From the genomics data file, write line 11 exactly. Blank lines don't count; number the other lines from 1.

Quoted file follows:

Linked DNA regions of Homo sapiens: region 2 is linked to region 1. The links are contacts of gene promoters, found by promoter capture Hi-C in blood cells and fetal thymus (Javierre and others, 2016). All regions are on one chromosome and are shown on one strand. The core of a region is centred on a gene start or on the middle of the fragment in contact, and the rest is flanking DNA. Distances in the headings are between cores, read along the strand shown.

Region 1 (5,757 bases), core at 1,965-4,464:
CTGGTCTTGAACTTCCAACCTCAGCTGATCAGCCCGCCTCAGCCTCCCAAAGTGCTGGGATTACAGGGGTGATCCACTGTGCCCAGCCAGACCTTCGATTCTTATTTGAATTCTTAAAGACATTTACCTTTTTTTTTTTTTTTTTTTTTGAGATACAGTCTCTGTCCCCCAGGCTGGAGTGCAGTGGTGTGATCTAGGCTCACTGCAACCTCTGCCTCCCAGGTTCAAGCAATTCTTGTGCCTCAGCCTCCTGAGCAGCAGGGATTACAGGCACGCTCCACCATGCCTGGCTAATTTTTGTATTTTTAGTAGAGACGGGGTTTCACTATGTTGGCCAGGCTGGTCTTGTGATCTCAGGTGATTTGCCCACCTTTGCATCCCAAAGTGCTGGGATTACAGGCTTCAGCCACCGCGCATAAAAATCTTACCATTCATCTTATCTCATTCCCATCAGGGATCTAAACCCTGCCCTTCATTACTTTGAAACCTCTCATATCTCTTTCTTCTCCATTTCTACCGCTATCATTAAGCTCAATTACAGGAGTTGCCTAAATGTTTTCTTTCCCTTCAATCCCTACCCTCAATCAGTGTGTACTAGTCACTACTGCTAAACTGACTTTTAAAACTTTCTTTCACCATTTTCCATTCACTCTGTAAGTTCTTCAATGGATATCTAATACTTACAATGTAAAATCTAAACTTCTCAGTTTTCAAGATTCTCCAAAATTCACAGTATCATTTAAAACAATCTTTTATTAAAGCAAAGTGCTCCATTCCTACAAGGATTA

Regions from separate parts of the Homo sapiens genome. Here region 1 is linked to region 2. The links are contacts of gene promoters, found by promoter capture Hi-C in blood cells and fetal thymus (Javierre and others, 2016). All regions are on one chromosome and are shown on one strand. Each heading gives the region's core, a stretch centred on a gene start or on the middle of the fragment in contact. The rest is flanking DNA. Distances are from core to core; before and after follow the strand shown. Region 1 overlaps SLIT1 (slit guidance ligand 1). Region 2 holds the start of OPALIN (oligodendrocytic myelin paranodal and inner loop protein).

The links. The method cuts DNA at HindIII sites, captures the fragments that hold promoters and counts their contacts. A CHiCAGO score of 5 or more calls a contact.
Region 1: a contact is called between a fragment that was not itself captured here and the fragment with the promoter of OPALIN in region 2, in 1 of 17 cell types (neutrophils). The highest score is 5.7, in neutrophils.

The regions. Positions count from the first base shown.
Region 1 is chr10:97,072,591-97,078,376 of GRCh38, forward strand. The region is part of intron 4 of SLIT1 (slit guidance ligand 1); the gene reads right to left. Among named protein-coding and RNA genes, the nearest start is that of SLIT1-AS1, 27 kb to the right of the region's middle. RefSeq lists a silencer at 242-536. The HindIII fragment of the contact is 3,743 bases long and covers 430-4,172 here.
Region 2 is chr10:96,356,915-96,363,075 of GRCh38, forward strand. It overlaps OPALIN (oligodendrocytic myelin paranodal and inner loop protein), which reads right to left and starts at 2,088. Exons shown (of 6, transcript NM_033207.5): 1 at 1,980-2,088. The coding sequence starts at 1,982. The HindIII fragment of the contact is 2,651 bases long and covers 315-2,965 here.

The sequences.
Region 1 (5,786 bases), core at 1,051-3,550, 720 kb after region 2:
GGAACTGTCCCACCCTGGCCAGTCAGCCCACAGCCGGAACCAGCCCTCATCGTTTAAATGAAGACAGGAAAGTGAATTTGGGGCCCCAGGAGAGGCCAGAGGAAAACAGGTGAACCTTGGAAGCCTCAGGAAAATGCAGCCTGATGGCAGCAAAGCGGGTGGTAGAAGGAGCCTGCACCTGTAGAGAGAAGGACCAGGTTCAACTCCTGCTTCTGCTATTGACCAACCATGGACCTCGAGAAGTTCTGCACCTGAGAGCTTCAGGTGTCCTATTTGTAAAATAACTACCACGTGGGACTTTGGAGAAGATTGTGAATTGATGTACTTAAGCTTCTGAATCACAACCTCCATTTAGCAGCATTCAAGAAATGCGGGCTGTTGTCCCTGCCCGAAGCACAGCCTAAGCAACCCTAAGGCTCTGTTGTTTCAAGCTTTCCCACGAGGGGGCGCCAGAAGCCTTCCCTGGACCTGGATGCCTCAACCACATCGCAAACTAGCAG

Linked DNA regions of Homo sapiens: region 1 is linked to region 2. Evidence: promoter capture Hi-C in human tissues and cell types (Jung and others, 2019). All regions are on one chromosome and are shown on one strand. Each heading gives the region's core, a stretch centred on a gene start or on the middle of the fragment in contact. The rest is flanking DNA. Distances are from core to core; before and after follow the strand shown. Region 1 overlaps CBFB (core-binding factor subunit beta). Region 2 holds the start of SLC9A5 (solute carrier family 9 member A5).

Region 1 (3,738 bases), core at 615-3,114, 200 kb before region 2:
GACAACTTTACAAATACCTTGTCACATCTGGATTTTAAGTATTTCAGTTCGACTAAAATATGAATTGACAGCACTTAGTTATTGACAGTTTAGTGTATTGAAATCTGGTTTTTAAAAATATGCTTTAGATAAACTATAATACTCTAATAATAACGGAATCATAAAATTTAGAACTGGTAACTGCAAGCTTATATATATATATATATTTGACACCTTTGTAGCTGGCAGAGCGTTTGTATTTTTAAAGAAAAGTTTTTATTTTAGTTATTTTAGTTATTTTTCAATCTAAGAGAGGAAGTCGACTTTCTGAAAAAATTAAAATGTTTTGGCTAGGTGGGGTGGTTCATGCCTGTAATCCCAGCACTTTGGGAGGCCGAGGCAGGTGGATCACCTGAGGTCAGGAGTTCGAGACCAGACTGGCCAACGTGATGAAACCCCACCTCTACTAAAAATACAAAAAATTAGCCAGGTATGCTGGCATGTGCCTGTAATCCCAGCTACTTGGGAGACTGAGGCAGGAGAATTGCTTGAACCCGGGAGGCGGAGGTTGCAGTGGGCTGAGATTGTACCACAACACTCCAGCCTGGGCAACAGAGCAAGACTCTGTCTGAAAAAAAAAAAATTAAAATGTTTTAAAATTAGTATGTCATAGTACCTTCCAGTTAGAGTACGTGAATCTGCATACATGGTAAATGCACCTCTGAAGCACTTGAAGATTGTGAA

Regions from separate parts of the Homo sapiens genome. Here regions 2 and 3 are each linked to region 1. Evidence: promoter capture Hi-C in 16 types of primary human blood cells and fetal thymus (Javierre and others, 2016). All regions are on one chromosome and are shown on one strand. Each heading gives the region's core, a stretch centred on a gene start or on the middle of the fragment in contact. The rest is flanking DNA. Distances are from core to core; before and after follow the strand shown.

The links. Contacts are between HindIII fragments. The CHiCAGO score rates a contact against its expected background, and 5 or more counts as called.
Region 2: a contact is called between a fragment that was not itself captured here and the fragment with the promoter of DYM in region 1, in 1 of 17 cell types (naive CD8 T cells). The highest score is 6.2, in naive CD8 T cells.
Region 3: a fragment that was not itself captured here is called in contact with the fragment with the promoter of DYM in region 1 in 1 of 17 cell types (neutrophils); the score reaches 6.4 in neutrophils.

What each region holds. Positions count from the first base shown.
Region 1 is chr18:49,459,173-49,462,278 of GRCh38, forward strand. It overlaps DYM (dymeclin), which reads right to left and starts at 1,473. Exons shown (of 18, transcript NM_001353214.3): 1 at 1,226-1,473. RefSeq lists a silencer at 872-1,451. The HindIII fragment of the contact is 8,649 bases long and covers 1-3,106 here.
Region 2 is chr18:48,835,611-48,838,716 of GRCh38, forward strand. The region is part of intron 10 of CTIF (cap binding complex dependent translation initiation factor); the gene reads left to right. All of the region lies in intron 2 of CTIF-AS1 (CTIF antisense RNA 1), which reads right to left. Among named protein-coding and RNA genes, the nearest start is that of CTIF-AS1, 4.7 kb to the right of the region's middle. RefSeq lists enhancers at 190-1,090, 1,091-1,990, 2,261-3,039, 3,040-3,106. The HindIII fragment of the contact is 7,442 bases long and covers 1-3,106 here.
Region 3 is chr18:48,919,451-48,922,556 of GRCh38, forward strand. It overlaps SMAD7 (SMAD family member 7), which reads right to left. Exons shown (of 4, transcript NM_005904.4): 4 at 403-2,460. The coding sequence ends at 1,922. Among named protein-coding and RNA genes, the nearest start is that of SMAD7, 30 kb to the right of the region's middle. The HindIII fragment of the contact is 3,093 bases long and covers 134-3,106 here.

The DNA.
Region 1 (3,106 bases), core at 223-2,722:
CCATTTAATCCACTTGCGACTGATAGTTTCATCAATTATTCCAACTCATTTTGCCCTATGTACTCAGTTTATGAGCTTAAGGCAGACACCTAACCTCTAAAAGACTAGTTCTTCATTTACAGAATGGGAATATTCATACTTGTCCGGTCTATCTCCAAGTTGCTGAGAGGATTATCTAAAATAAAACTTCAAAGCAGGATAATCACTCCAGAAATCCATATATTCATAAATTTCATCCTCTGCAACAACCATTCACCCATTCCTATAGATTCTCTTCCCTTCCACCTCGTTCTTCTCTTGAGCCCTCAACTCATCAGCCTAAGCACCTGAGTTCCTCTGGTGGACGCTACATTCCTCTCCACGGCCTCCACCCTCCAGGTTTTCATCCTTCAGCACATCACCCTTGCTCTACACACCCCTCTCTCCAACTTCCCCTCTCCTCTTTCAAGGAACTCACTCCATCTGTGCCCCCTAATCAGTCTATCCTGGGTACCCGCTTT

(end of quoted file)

Region 1 (5,786 bases), core at 1,051-3,550, 720 kb after region 2: